Get her the Baby-Sitters club series. It is so awesome, I had loads of fun reading those at her age. Basically, in a nut-shell, (Oh God, I almost said but-shell!) it's about this group of 7th / 8th graders, who make a baby-sitting club. They talk about a lot of issues, one (off the top of my mind) being discrimination, where a family refuses to have one of the Asian baby-sitters babysit for them. They also touch on loss of a family member, friends moving, being behind in school, looking different, cliques, vacations, family issues, and a little on "puppy love". I'm sure she can identify with one of the characters, whether it be sporty Kristy, quiet Mary-Anne, artistic Claudia, trendy Stacy, geeky Mallory, dancer (and African American) Jessi, or laid-back vegetarian Dawn. The books are by Ann M. Martin. *Realistic fiction*

Another is The Series of Unfortunate Events, which is a really intellectual series, that focuses on the lives of the Baudelaire siblings, Violet, Klaus, and Sunny. Their parents were killed in a fire, and they are shipped from family member to family member, while a greedy Count Olaf goes after them. He was a man that was the original care-taker for them after their parent's death, but he just wanted to murder them so he could obtain their large fortune. It introduces many vocabulary words, ironic events, and multiple adventures with strange people. It's by "Lemony Snicket". (That's just his pen name) *Realistic fiction bordering on just plain unfortunate*

Of course, you've probably heard Harry Potter millions of times, so I won't even tell you what they're about, but they're another great option. *Fantasy*

If she's a real dog-lover, get her Marley & Me, the kid version, by John Grogan. It's a story about a rambunctious puppy introduced to a young couple's lives, basically as what they call the "training before a child". They show the dog and this family's lives for years, and it's a really touching book. *Non-fiction, but not boring at all*

A Wrinkle In Time (The series as well) by Madeleine L'Engle is also a classic that I read in the 5th grade. (Which I'll assume she just entered) It's a very thought producing series, which touches on the universe, and real science. (They mention mitochondria in one book, so when she reaches middle school, she'll be able to go "Hey, I remember that!") I believe I read the first 2 or 3 books, and I think there are 4 in the series. *Fantasy / Science Fiction*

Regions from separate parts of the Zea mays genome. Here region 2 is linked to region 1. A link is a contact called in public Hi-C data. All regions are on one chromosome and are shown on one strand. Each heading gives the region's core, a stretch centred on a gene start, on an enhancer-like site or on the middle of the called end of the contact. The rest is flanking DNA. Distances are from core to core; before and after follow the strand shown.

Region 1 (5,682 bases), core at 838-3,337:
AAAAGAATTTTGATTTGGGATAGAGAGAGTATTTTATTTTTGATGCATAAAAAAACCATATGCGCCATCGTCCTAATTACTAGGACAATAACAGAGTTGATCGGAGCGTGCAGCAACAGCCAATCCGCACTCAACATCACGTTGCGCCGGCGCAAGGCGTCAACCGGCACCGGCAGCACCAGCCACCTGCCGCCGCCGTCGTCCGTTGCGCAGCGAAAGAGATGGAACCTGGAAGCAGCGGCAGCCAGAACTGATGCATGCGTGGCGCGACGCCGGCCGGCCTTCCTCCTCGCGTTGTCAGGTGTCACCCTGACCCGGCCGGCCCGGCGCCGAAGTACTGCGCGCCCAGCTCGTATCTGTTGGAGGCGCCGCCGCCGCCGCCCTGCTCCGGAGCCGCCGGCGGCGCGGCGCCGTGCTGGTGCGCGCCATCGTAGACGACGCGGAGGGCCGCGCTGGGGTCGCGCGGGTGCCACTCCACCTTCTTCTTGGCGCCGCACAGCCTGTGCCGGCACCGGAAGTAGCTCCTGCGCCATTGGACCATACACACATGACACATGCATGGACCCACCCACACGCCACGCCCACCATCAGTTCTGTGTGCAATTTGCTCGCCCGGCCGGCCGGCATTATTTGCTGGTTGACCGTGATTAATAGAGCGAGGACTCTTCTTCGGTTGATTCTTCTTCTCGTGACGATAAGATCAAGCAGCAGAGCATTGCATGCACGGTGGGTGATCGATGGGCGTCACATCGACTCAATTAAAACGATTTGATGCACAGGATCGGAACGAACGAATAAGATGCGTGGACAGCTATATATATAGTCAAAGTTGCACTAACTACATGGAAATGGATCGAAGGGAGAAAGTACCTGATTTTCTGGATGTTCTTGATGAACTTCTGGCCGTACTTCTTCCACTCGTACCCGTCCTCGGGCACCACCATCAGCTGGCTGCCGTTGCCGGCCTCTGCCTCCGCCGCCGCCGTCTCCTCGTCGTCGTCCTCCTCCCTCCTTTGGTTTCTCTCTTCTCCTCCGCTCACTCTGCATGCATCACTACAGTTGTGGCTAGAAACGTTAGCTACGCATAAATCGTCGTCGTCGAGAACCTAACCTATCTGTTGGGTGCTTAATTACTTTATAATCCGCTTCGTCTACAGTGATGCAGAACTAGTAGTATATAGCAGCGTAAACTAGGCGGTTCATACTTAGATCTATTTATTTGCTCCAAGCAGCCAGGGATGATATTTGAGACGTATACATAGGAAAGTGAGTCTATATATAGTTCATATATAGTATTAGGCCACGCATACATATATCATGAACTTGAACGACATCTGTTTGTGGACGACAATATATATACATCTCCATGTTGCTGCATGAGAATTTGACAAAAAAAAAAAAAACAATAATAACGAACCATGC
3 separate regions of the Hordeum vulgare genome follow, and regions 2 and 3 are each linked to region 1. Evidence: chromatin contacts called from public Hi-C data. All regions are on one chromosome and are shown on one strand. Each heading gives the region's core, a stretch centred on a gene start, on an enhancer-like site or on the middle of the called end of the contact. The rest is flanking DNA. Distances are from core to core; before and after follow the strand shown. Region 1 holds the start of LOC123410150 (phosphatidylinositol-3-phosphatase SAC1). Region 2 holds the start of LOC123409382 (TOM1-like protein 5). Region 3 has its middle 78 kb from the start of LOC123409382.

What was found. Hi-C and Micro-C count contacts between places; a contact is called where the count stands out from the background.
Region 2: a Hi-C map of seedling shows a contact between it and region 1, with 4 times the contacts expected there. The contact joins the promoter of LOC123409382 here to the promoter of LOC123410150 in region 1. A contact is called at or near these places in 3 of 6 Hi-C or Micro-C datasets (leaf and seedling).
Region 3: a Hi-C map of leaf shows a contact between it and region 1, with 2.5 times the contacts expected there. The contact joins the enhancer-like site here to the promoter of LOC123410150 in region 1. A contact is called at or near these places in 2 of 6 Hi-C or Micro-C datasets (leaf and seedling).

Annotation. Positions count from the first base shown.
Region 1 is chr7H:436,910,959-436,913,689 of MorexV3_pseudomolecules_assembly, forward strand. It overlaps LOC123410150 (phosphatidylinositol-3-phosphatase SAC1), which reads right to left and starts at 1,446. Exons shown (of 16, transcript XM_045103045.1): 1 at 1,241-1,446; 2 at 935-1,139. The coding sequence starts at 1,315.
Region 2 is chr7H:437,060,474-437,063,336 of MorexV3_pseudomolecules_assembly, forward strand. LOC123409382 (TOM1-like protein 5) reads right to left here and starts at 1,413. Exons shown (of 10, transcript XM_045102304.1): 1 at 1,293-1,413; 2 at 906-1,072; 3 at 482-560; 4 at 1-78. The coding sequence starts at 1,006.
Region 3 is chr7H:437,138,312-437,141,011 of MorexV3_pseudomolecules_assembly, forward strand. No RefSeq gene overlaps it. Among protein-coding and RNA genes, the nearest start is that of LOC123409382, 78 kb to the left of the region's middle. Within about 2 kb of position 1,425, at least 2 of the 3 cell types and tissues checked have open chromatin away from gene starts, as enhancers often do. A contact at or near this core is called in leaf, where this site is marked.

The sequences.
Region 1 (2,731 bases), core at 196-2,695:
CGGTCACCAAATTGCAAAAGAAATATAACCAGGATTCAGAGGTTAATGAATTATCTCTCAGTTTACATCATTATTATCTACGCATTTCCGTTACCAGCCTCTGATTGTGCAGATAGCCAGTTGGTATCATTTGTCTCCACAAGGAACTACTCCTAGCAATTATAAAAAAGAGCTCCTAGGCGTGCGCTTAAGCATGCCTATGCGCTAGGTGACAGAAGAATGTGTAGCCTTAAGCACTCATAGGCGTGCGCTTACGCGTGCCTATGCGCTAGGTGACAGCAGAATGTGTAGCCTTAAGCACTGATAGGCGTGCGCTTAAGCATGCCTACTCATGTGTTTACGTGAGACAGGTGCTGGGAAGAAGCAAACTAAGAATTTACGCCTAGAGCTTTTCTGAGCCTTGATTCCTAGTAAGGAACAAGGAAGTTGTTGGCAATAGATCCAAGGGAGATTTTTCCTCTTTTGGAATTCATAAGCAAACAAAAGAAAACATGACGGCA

Judy Blume's books are another great option. My favorites are Blubber, Iggy's House, and Are You There God? It's Me, Margaret. (They focus on bullies, racism, and young teenager puberty / religion, respectively.)

Good luck, these would all be great choices for her! I hope I helped!
7. doingthepanic
I used to love Lois Duncan's books. They are a little scary but not too graphic and I used to read them when I was her age - I was also an advanced reader. She has a number of titles to choose from.
8. Elizabeth
Anne of Green Gables is a really good series. also the Little house on the prarie books. I used to love the Nancy Drew mystery books too. :)
harry potter is a good series. :) hope this helped!! :)
9. rolleriffic@sbcglobal.net
Little House, Chronicles of Narnia, American Girl, Magic Tree House.
10. AddieInWonderland
I knwo! she would love warriors! Its stories about cats of the wild that live in clans. they are some of my fav books and r still coming out.
the first one is called Warriors: Into the wild second one Warriors: fire and ice and third is Warriors: forest of secrets.

THey are by erin hunter.

I thouroghly enjoy these book sand they arnt hard to read. I really love to read so these would be a great series. im only 13! ( and idk if your daughters skool Does Accelerated Reader (AR) but they are worth 10 points each or more)

Hope she likes them!


Popular Stores Advance, IN

DSW Designer Shoe Warehouse — Stores USA  
DSW Designer Shoe Warehouse in Bloomington, IN

DSW Designer Shoe Warehouse is where Shoe Lovers go to find brands and styles that are in season and on trend. Each store features 25,000+ pairs of de...

T.J. Maxx — Stores USA  
T.J. Maxx in Bloomington, IN

T.J. Maxx offers the season’s most-wanted trends and Designer Brands for you, your family and your home all for up to 60% off department store price...

White House Black Market — Stores USA  
White House Black Market in Carmel, IN

White, black and so much more. White House - Black Market’s trend-driven collections feature pants, blouses, dresses, blazers, shoes, accessories an...

AUDREY'S PLACE — Stores USA  
AUDREY'S PLACE in Indianapolis, IN

3228 east 10th street, indianapolis, IN 46201
(317) 266-1644

Lighthouse Place Premium Outlets — Stores USA  
Lighthouse Place Premium Outlets in Michigan City, IN

Located east of Chicago, enjoy savings of 25% to 65% every day at a charming village setting filled with 120 designer and name brand outlet stores. Fe...

Popular question

 
How much would a pawn shop give for a gameboy advanced SP?

 
In Sonic Adventure 2 Battle how do you grab an item from the shop in the Game Boy Advance?

 
Okay, I'm book shopping for an advanced reader, age 10, any ideas?

 
A good shop for game boy advance games?

 
What type of shopping cart advances you screen to screen?